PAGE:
Unsurprisingly, the project has been faced with real challenges from the beginning.

The first, and most stark, were the country-wide anti-government protests that started in April 2017 and left over 120 people dead, and thousands reportedly injured.

“In July last year, we were set to celebrate Caracas’ 450th anniversary, but we couldn’t, because of the very serious conflicts in the streets,” Peña recalls. A 2017 report by Human Rights Watch and Penal Forum – a Venezuelan group – found that Venezuela “systematically” abused anti-government protesters during last year’s demonstrations, including through beatings and firing tear gas canisters in closed areas.

The climate of fear was further exacerbated by a self-imposed curfew, of sorts. Most caraqueños wouldn't leave their homes after dark.

“Only the brave went out at night,” Peña says.

Once the protests subsided, some Venezuelans ventured out post-sunset. Cautiously, of course. In the industrial neighbourhood of Los Cortijos, architect Josymar Rodriguez discovered an intersection where some youth liked to park their cars on Friday nights and listen to music.

But even then, their presence on the street was limited.

“We found this dynamic very powerful, but at the same time, we thought that it could be immensely improved,” Rodriguez said. “The typical caraqueño remains anchored to his or her vehicle. We wanted to somehow move that activity to the street, right at that intersection.”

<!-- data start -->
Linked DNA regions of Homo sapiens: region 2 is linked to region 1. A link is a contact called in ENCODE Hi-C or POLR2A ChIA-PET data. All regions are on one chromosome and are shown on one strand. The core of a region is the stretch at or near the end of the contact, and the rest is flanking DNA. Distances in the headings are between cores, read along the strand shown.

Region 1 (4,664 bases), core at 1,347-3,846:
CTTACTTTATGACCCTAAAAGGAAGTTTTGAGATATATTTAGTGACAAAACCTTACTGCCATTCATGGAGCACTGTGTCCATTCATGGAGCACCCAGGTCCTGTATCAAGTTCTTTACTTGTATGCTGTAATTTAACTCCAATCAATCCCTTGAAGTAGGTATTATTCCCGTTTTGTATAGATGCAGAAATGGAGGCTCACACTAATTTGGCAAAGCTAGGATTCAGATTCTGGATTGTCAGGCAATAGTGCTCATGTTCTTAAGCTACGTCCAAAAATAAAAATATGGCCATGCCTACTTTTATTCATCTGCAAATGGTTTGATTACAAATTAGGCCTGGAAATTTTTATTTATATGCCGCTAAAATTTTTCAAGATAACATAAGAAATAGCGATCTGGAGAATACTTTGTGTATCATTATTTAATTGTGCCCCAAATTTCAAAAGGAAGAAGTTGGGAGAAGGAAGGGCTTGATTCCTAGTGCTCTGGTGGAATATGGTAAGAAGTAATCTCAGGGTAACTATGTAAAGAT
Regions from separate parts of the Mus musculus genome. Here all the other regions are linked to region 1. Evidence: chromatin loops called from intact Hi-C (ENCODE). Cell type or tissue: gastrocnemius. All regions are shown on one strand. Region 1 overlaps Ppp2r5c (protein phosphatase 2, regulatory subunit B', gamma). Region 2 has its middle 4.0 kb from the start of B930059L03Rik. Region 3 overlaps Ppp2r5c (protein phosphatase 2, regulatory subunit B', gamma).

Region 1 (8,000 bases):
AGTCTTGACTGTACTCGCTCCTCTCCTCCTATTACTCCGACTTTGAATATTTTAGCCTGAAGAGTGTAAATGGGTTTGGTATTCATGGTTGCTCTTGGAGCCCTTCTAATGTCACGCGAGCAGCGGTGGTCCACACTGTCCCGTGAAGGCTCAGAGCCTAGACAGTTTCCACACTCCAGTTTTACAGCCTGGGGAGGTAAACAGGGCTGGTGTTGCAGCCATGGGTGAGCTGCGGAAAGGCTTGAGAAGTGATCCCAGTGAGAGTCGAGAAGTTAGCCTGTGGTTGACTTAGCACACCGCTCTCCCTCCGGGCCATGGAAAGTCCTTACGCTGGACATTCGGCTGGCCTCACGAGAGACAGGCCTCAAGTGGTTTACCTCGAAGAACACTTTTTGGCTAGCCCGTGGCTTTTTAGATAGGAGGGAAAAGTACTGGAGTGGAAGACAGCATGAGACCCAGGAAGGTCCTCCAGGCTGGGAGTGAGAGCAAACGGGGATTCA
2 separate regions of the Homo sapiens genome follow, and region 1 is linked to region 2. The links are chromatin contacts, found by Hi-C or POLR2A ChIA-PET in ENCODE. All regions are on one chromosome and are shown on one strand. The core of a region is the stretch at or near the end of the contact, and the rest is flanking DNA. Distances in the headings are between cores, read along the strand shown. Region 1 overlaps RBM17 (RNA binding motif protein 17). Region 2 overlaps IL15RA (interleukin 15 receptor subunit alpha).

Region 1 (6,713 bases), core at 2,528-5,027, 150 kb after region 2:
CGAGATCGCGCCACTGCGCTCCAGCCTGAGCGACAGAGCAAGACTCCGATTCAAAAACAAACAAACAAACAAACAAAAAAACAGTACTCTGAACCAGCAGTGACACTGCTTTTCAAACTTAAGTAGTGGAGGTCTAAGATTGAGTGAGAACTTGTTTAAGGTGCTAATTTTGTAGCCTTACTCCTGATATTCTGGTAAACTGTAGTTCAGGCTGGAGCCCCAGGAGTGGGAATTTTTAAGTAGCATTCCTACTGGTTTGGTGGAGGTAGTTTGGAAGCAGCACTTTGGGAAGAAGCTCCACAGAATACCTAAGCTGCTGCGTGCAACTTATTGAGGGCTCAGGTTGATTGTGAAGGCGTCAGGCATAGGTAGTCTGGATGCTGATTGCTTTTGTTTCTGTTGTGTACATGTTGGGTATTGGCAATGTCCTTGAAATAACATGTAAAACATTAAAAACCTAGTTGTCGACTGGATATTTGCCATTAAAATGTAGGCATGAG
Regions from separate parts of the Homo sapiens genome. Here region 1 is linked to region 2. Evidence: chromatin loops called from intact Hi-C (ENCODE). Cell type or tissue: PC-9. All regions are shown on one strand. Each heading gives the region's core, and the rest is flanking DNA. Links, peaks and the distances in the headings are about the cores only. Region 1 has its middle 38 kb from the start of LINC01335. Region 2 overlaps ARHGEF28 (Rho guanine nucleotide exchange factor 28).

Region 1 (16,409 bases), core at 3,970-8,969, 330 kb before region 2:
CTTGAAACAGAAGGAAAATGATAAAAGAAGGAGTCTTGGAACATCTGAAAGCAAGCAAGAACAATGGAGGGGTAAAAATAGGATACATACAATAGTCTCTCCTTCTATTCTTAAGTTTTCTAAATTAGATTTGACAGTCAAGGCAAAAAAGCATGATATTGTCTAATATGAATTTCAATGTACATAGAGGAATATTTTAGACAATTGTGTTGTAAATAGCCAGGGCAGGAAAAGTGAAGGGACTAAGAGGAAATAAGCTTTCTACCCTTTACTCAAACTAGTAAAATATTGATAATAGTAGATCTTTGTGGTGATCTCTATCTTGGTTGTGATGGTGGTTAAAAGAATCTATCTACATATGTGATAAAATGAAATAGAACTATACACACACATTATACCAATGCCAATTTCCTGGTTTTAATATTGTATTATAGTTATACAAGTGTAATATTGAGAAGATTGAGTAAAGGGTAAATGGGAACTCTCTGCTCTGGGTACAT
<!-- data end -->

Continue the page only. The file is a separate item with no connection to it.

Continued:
As part of CCSCity450, Rodriguez and a team of architects designed a one-day intervention in July that transformed the street for a day.

They worked with authorities to block off the street for pedestrians. They organized a free tour of El Nacional newspaper’s building – an iconic construction, right at the intersection – and then made the sidewalk a fun place to hang out. They set up chairs, lit up the area, and brought in a local band and street acrobats to perform for the community. Here's a video of the intervention:

By doing so, Rodriguez hoped they could shift the dynamic, even just for one night.

“We tend not to occupy public spaces, and this generates a vicious cycle,” Rodriguez says, “We get scared, we stay in, and the streets become increasingly empty and more dangerous,” she adds. “This is why we must break the cycle by occupying the streets.”

Art also has the power to transform the streets of Caracas.

Just ask photographer, graffiti and mural artist Fabián Solymar, also known as Dagor.

The Caracas local was asked by members of CCSCity450 to create a mural in honour of Brazilian landscape architect Roberto Burle Marx, most known for his design of Parque del Este – an 82 hectare park that is arguably one Caracas’ most famous landmarks.

Solymar’s mural was to be painted on a wall that locals often referred to as “la pizarra de Caracas” – Caracas’ chalkboard.